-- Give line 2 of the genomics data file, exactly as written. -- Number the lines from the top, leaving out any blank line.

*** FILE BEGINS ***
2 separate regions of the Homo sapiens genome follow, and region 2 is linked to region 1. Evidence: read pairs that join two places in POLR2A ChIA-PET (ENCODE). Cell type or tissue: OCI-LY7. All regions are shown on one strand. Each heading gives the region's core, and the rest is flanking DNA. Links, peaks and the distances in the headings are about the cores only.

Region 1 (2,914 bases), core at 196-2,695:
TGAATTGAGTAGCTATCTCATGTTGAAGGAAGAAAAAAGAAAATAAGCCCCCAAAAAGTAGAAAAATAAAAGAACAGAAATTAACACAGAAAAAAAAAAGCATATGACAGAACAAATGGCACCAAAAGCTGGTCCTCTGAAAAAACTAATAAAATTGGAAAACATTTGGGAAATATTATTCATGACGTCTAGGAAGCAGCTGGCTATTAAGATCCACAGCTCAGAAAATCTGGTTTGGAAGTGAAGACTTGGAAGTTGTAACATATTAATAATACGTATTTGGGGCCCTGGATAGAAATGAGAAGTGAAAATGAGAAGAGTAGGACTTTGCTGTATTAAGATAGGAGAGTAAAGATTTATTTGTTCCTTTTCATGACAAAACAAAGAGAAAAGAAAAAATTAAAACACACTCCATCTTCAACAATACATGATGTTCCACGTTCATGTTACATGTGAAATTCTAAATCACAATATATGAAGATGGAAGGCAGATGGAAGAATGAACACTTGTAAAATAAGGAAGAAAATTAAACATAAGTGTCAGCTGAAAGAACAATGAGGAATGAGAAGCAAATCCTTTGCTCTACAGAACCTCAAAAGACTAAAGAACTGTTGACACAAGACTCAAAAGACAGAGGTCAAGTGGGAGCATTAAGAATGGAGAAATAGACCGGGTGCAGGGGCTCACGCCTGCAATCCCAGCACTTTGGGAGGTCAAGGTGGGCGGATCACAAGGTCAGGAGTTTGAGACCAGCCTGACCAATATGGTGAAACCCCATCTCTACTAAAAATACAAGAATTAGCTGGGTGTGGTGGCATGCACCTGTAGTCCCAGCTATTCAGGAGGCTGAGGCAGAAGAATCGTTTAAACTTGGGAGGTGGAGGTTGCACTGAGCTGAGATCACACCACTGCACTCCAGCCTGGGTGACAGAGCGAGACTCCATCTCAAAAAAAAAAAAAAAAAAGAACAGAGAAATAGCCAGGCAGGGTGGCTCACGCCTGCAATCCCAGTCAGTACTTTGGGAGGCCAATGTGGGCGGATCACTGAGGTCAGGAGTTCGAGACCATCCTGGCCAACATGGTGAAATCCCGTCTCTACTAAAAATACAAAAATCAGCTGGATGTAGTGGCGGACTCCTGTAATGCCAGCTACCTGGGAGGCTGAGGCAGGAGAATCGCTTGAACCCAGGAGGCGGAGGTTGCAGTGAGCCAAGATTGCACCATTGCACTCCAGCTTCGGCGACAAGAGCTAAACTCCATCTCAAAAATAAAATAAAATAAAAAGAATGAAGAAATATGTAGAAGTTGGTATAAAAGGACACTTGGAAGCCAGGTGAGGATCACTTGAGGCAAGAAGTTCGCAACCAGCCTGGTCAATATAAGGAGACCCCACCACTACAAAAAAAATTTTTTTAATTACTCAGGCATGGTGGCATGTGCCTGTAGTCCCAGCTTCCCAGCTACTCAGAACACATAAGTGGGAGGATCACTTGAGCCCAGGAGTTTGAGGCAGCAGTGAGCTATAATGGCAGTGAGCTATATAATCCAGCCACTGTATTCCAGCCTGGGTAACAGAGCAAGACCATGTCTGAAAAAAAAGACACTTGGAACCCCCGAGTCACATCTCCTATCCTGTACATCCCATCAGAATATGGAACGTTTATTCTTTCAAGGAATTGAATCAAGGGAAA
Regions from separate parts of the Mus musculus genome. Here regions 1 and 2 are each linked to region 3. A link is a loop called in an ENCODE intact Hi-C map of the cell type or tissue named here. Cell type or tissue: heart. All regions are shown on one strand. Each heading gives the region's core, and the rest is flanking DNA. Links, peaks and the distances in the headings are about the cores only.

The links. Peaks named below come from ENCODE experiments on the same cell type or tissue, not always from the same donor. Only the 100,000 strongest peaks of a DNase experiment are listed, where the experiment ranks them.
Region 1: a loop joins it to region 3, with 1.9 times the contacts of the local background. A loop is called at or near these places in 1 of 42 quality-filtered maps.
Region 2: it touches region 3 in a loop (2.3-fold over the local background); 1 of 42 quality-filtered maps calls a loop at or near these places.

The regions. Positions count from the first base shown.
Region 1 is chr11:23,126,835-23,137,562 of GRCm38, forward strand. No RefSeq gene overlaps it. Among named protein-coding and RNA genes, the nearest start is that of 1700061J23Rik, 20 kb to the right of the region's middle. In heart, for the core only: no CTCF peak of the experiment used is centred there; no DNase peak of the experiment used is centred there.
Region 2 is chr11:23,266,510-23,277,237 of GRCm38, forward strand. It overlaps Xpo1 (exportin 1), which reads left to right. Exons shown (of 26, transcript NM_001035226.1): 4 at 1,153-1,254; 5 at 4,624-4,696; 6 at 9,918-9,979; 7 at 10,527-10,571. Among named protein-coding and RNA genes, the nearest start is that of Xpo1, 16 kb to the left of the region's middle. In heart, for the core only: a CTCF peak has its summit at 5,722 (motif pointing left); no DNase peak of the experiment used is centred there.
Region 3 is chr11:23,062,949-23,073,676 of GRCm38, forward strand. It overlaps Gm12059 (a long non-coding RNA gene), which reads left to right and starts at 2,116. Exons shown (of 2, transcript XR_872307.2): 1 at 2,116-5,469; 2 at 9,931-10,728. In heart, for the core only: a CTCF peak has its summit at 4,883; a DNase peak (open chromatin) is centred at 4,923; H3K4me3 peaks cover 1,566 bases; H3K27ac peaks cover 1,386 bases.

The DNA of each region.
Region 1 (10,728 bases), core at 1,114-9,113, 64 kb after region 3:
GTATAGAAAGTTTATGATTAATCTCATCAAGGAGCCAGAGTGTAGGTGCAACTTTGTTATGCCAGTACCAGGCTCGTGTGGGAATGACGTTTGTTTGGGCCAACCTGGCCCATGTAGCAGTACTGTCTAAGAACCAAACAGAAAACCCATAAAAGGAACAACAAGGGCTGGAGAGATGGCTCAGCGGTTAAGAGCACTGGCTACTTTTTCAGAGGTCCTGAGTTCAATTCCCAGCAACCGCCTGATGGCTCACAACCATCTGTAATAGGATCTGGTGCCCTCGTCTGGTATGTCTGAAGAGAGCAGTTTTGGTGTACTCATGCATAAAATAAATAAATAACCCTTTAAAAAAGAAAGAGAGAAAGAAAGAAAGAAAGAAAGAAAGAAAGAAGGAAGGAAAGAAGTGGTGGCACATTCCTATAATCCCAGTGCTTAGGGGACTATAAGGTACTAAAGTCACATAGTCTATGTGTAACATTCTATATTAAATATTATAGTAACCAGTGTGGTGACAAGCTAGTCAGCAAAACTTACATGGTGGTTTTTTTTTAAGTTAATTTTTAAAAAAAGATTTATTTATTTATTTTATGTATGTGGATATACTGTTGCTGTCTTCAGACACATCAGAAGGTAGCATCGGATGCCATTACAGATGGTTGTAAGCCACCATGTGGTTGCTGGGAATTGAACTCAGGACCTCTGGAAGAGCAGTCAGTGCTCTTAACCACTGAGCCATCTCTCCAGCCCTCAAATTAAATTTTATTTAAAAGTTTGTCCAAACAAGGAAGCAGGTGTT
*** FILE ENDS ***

Region 1 (2,914 bases), core at 196-2,695: